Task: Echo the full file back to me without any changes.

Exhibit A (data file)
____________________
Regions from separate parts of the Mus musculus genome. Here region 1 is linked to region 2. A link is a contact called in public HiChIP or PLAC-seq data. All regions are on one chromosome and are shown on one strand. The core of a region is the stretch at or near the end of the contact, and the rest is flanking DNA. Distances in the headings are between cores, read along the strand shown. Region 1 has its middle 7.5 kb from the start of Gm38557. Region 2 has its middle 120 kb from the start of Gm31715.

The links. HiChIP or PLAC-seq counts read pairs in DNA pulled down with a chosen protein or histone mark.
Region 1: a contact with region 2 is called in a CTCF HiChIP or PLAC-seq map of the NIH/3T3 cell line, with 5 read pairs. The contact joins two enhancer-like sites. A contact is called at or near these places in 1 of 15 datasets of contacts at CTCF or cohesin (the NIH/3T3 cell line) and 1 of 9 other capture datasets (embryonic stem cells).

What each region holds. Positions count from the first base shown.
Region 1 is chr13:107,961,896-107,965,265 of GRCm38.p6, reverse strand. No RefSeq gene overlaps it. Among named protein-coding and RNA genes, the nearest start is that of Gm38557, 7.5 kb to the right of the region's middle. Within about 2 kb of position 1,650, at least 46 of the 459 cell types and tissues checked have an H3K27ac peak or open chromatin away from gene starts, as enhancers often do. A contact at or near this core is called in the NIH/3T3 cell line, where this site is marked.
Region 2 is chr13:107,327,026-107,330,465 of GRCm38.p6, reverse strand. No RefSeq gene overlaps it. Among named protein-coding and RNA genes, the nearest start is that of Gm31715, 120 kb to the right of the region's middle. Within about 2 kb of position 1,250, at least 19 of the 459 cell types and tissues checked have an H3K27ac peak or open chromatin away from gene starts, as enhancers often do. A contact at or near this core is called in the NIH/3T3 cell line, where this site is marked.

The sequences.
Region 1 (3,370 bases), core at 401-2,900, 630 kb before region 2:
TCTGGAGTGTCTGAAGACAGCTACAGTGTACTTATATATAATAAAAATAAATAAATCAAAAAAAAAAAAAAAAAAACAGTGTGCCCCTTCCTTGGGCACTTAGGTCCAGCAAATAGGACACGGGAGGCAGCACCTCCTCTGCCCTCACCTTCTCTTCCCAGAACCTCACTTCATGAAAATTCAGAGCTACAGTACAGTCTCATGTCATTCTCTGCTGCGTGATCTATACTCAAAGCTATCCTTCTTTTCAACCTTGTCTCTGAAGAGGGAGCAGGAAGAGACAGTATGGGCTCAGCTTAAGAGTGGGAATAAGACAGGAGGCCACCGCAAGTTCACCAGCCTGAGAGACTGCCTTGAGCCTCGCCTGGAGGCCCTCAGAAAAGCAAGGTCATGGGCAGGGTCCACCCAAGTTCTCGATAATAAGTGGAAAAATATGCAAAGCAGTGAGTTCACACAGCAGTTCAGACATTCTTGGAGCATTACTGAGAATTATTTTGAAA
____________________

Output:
Regions from separate parts of the Mus musculus genome. Here region 1 is linked to region 2. A link is a contact called in public HiChIP or PLAC-seq data. All regions are on one chromosome and are shown on one strand. The core of a region is the stretch at or near the end of the contact, and the rest is flanking DNA. Distances in the headings are between cores, read along the strand shown. Region 1 has its middle 7.5 kb from the start of Gm38557. Region 2 has its middle 120 kb from the start of Gm31715.

The links. HiChIP or PLAC-seq counts read pairs in DNA pulled down with a chosen protein or histone mark.
Region 1: a contact with region 2 is called in a CTCF HiChIP or PLAC-seq map of the NIH/3T3 cell line, with 5 read pairs. The contact joins two enhancer-like sites. A contact is called at or near these places in 1 of 15 datasets of contacts at CTCF or cohesin (the NIH/3T3 cell line) and 1 of 9 other capture datasets (embryonic stem cells).

What each region holds. Positions count from the first base shown.
Region 1 is chr13:107,961,896-107,965,265 of GRCm38.p6, reverse strand. No RefSeq gene overlaps it. Among named protein-coding and RNA genes, the nearest start is that of Gm38557, 7.5 kb to the right of the region's middle. Within about 2 kb of position 1,650, at least 46 of the 459 cell types and tissues checked have an H3K27ac peak or open chromatin away from gene starts, as enhancers often do. A contact at or near this core is called in the NIH/3T3 cell line, where this site is marked.
Region 2 is chr13:107,327,026-107,330,465 of GRCm38.p6, reverse strand. No RefSeq gene overlaps it. Among named protein-coding and RNA genes, the nearest start is that of Gm31715, 120 kb to the right of the region's middle. Within about 2 kb of position 1,250, at least 19 of the 459 cell types and tissues checked have an H3K27ac peak or open chromatin away from gene starts, as enhancers often do. A contact at or near this core is called in the NIH/3T3 cell line, where this site is marked.

The sequences.
Region 1 (3,370 bases), core at 401-2,900, 630 kb before region 2:
TCTGGAGTGTCTGAAGACAGCTACAGTGTACTTATATATAATAAAAATAAATAAATCAAAAAAAAAAAAAAAAAAACAGTGTGCCCCTTCCTTGGGCACTTAGGTCCAGCAAATAGGACACGGGAGGCAGCACCTCCTCTGCCCTCACCTTCTCTTCCCAGAACCTCACTTCATGAAAATTCAGAGCTACAGTACAGTCTCATGTCATTCTCTGCTGCGTGATCTATACTCAAAGCTATCCTTCTTTTCAACCTTGTCTCTGAAGAGGGAGCAGGAAGAGACAGTATGGGCTCAGCTTAAGAGTGGGAATAAGACAGGAGGCCACCGCAAGTTCACCAGCCTGAGAGACTGCCTTGAGCCTCGCCTGGAGGCCCTCAGAAAAGCAAGGTCATGGGCAGGGTCCACCCAAGTTCTCGATAATAAGTGGAAAAATATGCAAAGCAGTGAGTTCACACAGCAGTTCAGACATTCTTGGAGCATTACTGAGAATTATTTTGAAA